About 2.4 million doses of the one-shot Johnson & Johnson vaccines are currently ready to be distributed in the company’s Belgian factory in Beerse, but have to wait for the green light from the American Food and Drug Administration (FDA) before they will be released.
The doses are part of a larger batch of 30 million doses in Europe blocked from distribution while the European Medicines Agency (EMA) is waiting for a report from the FDA, according to EMA deputy director Noël Wathion.
The report, which is expected by the end of this week, should give clarity about whether or not the vaccines were produced in a safe and correct way, he explained on Flemish radio.
“A total of three contaminated lots came to Europe,” Wathion said. “The vaccines from one lot were also effectively put into circulation. After quality control, everything appeared to be okay, so we did not recall them.”
The other two lots are still on hold, however, because the EMA is investigating the exact cause of the contamination and whether additional measures need to be taken in the company.
“At the moment, the FDA is still carrying out an inspection to determine whether the lots that have already been produced comply with the correct procedures,” he said.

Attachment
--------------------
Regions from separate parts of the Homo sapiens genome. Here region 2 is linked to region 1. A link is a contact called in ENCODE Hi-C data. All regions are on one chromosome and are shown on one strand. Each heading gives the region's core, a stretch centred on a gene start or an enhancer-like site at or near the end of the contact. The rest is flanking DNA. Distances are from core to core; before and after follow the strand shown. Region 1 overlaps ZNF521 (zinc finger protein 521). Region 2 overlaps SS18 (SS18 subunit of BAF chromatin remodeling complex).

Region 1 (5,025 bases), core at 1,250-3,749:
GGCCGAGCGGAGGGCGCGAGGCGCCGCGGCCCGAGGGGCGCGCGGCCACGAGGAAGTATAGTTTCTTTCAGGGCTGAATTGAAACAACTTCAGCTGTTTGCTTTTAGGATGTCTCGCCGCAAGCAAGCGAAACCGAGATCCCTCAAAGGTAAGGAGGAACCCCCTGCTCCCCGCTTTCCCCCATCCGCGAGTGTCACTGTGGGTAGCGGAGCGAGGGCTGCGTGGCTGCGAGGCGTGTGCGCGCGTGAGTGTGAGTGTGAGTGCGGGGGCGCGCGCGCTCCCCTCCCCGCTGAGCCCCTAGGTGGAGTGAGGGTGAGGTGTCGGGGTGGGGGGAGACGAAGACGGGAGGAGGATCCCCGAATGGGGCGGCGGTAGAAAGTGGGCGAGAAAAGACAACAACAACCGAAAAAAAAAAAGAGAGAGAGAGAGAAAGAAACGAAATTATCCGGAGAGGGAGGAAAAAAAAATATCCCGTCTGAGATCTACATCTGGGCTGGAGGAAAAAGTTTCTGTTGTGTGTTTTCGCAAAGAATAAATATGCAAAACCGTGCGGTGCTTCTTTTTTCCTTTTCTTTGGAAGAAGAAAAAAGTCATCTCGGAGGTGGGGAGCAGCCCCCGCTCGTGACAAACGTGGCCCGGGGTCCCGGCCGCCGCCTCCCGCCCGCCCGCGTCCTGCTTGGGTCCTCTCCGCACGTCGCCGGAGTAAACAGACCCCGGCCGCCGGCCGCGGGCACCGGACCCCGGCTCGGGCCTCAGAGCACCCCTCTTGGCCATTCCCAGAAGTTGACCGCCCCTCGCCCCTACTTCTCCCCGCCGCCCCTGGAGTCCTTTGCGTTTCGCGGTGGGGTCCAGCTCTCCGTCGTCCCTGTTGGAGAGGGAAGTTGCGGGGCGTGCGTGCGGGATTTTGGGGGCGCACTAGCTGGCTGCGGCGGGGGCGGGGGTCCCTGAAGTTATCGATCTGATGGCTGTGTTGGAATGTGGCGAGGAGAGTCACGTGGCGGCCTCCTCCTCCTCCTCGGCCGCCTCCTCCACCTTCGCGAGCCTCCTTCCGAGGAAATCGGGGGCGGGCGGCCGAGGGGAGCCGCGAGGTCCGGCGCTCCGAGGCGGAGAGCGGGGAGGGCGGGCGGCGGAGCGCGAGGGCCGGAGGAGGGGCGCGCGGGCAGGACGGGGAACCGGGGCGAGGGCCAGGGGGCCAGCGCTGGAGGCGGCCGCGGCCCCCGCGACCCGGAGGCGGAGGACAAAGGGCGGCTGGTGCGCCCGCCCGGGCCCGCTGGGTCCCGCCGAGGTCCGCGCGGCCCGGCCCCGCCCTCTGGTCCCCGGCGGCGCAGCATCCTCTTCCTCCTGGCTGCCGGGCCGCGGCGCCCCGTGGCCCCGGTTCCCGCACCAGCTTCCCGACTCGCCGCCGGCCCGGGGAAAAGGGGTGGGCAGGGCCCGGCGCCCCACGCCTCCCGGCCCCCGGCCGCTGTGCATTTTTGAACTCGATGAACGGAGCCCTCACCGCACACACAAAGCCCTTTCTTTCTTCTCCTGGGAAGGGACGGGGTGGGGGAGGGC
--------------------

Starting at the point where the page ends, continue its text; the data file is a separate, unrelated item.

Once the EMA has that report, it can decide to release the batches that have already been delivered to the EU, according to Wathion.
The Vaccination Taskforce confirmed that the majority of Johnson & Johnson vaccines intended for Belgium are also on hold. “We have received confirmation that we will have sufficient vaccines if those affected lots are released,” they told De Morgen.
On Tuesday, Flemish Welfare Minister Wouter Beke stated in the Flemish parliament that the aim of giving every adult their first dose by 11 July could be in jeopardy if those doses will not arrive soon.
“If we cannot count on those vaccines, we will only achieve 85% vaccination coverage by 11 July,” he said.
Belgium is counting on a total of 1.4 million single-dose Johnson & Johnson vaccines that should be delivered by the end of June, but only about 143,000 were received so far.
The Johnson & Johnson vaccine is crucial to the timing of Belgium’s entire vaccination campaign, as the advantage is that only a single dose is required for full protection.
If the vaccines do not arrive on time, Belgium will have to look for extra doses of the other vaccines. However, as they all require two shots, it would cause a major delay in the overall campaign, according to the Taskforce.
It should only be “a temporary problem,” said Wathion, who added that the EMA wants “to get this resolved as soon as possible.” However, he cannot give a concrete timing for the release of the vaccines.